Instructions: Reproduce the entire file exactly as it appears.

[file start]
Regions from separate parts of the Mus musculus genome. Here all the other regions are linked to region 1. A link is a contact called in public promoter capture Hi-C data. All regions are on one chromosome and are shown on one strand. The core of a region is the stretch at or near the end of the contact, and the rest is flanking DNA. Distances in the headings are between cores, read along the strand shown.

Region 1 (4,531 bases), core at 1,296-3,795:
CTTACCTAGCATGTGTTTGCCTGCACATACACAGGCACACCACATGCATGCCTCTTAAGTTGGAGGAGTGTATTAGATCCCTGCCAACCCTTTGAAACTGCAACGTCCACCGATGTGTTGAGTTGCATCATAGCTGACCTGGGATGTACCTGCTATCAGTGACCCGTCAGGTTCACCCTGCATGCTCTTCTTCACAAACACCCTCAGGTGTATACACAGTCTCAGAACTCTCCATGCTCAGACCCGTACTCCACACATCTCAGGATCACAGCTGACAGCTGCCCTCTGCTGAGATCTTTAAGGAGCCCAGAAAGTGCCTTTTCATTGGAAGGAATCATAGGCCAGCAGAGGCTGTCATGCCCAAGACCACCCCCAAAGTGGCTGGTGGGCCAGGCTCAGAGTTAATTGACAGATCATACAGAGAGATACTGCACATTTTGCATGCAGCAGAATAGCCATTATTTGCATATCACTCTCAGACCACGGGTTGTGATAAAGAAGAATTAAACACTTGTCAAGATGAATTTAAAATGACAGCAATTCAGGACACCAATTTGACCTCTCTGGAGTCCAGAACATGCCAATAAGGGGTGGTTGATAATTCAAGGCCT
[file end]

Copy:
Regions from separate parts of the Mus musculus genome. Here all the other regions are linked to region 1. A link is a contact called in public promoter capture Hi-C data. All regions are on one chromosome and are shown on one strand. The core of a region is the stretch at or near the end of the contact, and the rest is flanking DNA. Distances in the headings are between cores, read along the strand shown.

Region 1 (4,531 bases), core at 1,296-3,795:
CTTACCTAGCATGTGTTTGCCTGCACATACACAGGCACACCACATGCATGCCTCTTAAGTTGGAGGAGTGTATTAGATCCCTGCCAACCCTTTGAAACTGCAACGTCCACCGATGTGTTGAGTTGCATCATAGCTGACCTGGGATGTACCTGCTATCAGTGACCCGTCAGGTTCACCCTGCATGCTCTTCTTCACAAACACCCTCAGGTGTATACACAGTCTCAGAACTCTCCATGCTCAGACCCGTACTCCACACATCTCAGGATCACAGCTGACAGCTGCCCTCTGCTGAGATCTTTAAGGAGCCCAGAAAGTGCCTTTTCATTGGAAGGAATCATAGGCCAGCAGAGGCTGTCATGCCCAAGACCACCCCCAAAGTGGCTGGTGGGCCAGGCTCAGAGTTAATTGACAGATCATACAGAGAGATACTGCACATTTTGCATGCAGCAGAATAGCCATTATTTGCATATCACTCTCAGACCACGGGTTGTGATAAAGAAGAATTAAACACTTGTCAAGATGAATTTAAAATGACAGCAATTCAGGACACCAATTTGACCTCTCTGGAGTCCAGAACATGCCAATAAGGGGTGGTTGATAATTCAAGGCCT